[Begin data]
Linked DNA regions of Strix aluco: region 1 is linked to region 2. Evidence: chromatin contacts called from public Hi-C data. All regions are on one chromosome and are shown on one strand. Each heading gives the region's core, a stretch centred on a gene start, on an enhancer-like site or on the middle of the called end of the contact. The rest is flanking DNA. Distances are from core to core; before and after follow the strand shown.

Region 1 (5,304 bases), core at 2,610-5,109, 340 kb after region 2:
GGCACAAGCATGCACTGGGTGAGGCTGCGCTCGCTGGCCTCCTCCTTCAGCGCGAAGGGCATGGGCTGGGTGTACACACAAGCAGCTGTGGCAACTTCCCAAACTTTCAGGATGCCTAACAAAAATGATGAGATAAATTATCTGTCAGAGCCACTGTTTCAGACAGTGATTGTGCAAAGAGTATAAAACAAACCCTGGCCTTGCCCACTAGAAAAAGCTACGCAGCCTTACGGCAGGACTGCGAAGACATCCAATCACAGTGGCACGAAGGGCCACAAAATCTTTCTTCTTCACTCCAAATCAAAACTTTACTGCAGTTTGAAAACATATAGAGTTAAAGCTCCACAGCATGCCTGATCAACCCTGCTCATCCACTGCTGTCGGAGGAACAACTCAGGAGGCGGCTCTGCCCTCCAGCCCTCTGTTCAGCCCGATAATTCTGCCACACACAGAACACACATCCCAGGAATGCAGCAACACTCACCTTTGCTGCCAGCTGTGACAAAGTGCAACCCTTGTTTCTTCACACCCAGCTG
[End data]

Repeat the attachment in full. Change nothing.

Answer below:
Linked DNA regions of Strix aluco: region 1 is linked to region 2. Evidence: chromatin contacts called from public Hi-C data. All regions are on one chromosome and are shown on one strand. Each heading gives the region's core, a stretch centred on a gene start, on an enhancer-like site or on the middle of the called end of the contact. The rest is flanking DNA. Distances are from core to core; before and after follow the strand shown.

Region 1 (5,304 bases), core at 2,610-5,109, 340 kb after region 2:
GGCACAAGCATGCACTGGGTGAGGCTGCGCTCGCTGGCCTCCTCCTTCAGCGCGAAGGGCATGGGCTGGGTGTACACACAAGCAGCTGTGGCAACTTCCCAAACTTTCAGGATGCCTAACAAAAATGATGAGATAAATTATCTGTCAGAGCCACTGTTTCAGACAGTGATTGTGCAAAGAGTATAAAACAAACCCTGGCCTTGCCCACTAGAAAAAGCTACGCAGCCTTACGGCAGGACTGCGAAGACATCCAATCACAGTGGCACGAAGGGCCACAAAATCTTTCTTCTTCACTCCAAATCAAAACTTTACTGCAGTTTGAAAACATATAGAGTTAAAGCTCCACAGCATGCCTGATCAACCCTGCTCATCCACTGCTGTCGGAGGAACAACTCAGGAGGCGGCTCTGCCCTCCAGCCCTCTGTTCAGCCCGATAATTCTGCCACACACAGAACACACATCCCAGGAATGCAGCAACACTCACCTTTGCTGCCAGCTGTGACAAAGTGCAACCCTTGTTTCTTCACACCCAGCTG